When Paul wrote his last epistle to Timothy he knew his time was short. I have often commented that what you include in your last communication with a dear friend will reflect what weighs the most heavily upon your heart as you stand on the brink of eternity. So it is important to see that though he did not wax on about it, Paul was a hurt man. I do not have time today to fully unpack the section, but take a look at 2 Timothy 4:14-18. Paul says that at his first apologia “no one showed up.” He was alone. Why? The older I get, the more I experience false brethren and the strife and hatred they sow, I think I know why. Can you imagine what the private Facebook group for the former members of the churches of Galatia was like? Oh my. The slander. The railing. The lies. Former members who have been put out of a fellowship can be like that, as everyone actually involved in ministry knows—at least those who still practice church discipline and call for repentance and restoration. Paul surely did, and can you imagine what vilification he was subject to on a daily basis?
But here’s the point: I am sure many recognized the lies that were hurled at the Apostle, but that is why slander is so vociferously condemned as sin in Scripture: it works. It distracts. It divides. It poisons. It destroys, both the one against whom it is directed as well as the one producing it (it is poison to one’s soul, but it is often a slow and very fatal poison). But it is easy to make the calculated decision to “stay away” when the incoming fire is heavy, and hence, was that why “no one showed up” at Paul’s first apologia?
But notice that even in this, his last word to Timothy, he “names names.” Alexander the coppersmith. Alexander did Paul much “kaka,” evil, harm. God allows that to happen. I wish He didn’t, but He does. Evil men can harm even apostles of the Lord. Godly ministers have had to endure Alexanders throughout the history of the church. They have been sanctified by the suffering these men have brought into their lives. But notice as well. “The Lord will repay him according to his deeds.” There’s actually a variant here. Either, “the Lord WILL repay him” (statement of fact), or “the Lord repay him” (expression of desire or wish). God may use these Alexanders, but oh my, the judgment that awaits them will not tarry, and it will be harsh.
Then Paul warns the next generation: you will have to be on guard. This will not stop with Paul’s passing. No, the Alexanders are tireless. They stay up at night digging for dirt and lies and slander. They wake in the morning hatching plots and scheming schemes. This is their life, and a miserable one it is, but oh how they love it! Power over others! They do not care about money—they want to destroy, divide, draw men away, all to their own advancement and position. So Alexander will keep going like the Energizer Slanderer, so watch out, Timothy! He will come after you as well, for “he strongly stood against our words,” i.e., our teaching. Whether Alexander was a false brother or just a pagan opposer, we cannot know for certain. But one thing we do know: Paul had to endure him, and Timothy did as well.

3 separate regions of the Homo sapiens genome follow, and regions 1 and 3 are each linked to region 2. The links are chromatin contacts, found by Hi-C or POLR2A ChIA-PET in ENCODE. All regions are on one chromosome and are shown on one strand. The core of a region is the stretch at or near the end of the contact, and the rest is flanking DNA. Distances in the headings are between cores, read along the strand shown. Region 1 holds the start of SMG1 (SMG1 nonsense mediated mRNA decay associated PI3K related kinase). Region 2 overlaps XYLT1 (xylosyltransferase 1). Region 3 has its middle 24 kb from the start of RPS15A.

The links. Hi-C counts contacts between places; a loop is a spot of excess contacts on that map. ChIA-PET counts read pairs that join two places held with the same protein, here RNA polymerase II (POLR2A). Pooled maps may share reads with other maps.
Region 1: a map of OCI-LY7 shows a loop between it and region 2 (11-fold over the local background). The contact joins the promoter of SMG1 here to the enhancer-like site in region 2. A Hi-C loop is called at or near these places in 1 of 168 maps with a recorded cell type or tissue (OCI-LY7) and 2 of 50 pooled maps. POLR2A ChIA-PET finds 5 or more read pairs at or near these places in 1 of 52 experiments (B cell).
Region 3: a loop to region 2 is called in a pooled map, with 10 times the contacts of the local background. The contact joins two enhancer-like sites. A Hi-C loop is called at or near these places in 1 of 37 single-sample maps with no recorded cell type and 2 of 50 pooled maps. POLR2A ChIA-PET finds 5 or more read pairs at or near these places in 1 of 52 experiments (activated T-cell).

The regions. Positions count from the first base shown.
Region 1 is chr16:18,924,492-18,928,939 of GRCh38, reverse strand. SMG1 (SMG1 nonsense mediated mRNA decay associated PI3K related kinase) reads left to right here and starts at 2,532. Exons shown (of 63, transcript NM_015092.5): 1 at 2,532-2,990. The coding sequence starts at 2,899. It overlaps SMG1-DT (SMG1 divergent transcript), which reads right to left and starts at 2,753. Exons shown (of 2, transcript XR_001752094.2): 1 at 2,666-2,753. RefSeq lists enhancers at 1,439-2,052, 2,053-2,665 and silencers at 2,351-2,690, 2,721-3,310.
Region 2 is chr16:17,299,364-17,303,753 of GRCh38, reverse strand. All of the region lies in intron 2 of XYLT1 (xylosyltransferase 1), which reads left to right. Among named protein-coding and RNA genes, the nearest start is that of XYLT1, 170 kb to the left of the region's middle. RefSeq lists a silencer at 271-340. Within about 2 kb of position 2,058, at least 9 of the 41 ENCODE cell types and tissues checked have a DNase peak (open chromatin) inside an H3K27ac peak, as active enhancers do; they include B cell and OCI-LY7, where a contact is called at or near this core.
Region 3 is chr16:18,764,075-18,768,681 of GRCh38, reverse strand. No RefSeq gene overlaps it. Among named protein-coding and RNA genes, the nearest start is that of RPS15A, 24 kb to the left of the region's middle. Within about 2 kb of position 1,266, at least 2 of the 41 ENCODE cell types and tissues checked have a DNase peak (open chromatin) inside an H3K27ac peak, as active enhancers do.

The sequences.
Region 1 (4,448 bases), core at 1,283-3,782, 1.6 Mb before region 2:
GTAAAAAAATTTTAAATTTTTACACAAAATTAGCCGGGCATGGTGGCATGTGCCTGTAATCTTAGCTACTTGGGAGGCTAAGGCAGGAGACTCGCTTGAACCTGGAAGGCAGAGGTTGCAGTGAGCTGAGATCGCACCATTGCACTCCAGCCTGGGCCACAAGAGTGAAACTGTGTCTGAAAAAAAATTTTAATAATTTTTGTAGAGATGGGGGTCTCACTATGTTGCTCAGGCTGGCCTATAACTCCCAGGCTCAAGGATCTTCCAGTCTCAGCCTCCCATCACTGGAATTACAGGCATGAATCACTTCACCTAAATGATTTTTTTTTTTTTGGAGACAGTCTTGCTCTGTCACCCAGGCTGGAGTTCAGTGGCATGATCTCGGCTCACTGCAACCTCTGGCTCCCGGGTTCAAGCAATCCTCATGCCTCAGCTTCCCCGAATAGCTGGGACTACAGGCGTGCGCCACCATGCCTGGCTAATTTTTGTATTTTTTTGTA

It has never been God’s intention that His church should sail through calm waters with ease. Each generation has its battles, and one of the most severe comes from within, from false professors, false brethren, who sow division and strife. The opposition of the world we can abide, but when it comes from those professing the name of Christ, there is little more draining, more challenging. But we can with Paul have his confidence: even though no one showed up, “the Lord stood with me and strengthened me,” and as a result his faith was strong: “The Lord will rescue me from every evil deed and will (literally) save me into His heavenly kingdom.” In the end, we have to put it all in the Lord’s hands. He knows our hearts. So many times we cannot even defend ourselves (as we are prohibited by Scripture, and others would be destroyed by our defense) against the lies and slanders of the modern day Alexanders. But God knows, and God will save, and God will judge. There is a far greater court than that of twenty first century social media, and as long as you know you can stand before that judge with a clear conscience, all is well.